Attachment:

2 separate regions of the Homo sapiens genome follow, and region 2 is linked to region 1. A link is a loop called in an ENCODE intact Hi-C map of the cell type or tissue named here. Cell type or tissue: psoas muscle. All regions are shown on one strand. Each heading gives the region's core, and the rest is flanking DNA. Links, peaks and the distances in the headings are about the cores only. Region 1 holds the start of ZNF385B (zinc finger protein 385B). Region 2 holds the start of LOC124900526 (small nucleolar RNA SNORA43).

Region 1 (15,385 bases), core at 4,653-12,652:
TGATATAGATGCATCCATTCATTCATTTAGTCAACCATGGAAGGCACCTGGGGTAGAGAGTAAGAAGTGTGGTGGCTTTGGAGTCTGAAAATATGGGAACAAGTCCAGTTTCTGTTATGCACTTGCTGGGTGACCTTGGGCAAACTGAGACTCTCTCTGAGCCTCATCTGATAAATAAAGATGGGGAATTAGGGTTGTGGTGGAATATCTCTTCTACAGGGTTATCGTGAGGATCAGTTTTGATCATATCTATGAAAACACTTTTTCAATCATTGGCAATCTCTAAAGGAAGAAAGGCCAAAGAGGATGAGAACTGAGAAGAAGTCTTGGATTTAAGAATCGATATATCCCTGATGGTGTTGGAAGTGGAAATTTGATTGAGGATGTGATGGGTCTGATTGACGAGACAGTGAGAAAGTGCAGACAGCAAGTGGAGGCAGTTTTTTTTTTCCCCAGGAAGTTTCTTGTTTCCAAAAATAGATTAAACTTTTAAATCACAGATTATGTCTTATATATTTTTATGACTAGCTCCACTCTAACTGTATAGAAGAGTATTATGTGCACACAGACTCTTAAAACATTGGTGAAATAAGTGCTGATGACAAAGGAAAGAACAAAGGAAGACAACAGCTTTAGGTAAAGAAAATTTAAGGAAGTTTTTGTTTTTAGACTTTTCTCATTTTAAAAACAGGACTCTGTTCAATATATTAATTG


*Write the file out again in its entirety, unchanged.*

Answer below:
2 separate regions of the Homo sapiens genome follow, and region 2 is linked to region 1. A link is a loop called in an ENCODE intact Hi-C map of the cell type or tissue named here. Cell type or tissue: psoas muscle. All regions are shown on one strand. Each heading gives the region's core, and the rest is flanking DNA. Links, peaks and the distances in the headings are about the cores only. Region 1 holds the start of ZNF385B (zinc finger protein 385B). Region 2 holds the start of LOC124900526 (small nucleolar RNA SNORA43).

Region 1 (15,385 bases), core at 4,653-12,652:
TGATATAGATGCATCCATTCATTCATTTAGTCAACCATGGAAGGCACCTGGGGTAGAGAGTAAGAAGTGTGGTGGCTTTGGAGTCTGAAAATATGGGAACAAGTCCAGTTTCTGTTATGCACTTGCTGGGTGACCTTGGGCAAACTGAGACTCTCTCTGAGCCTCATCTGATAAATAAAGATGGGGAATTAGGGTTGTGGTGGAATATCTCTTCTACAGGGTTATCGTGAGGATCAGTTTTGATCATATCTATGAAAACACTTTTTCAATCATTGGCAATCTCTAAAGGAAGAAAGGCCAAAGAGGATGAGAACTGAGAAGAAGTCTTGGATTTAAGAATCGATATATCCCTGATGGTGTTGGAAGTGGAAATTTGATTGAGGATGTGATGGGTCTGATTGACGAGACAGTGAGAAAGTGCAGACAGCAAGTGGAGGCAGTTTTTTTTTTCCCCAGGAAGTTTCTTGTTTCCAAAAATAGATTAAACTTTTAAATCACAGATTATGTCTTATATATTTTTATGACTAGCTCCACTCTAACTGTATAGAAGAGTATTATGTGCACACAGACTCTTAAAACATTGGTGAAATAAGTGCTGATGACAAAGGAAAGAACAAAGGAAGACAACAGCTTTAGGTAAAGAAAATTTAAGGAAGTTTTTGTTTTTAGACTTTTCTCATTTTAAAAACAGGACTCTGTTCAATATATTAATTG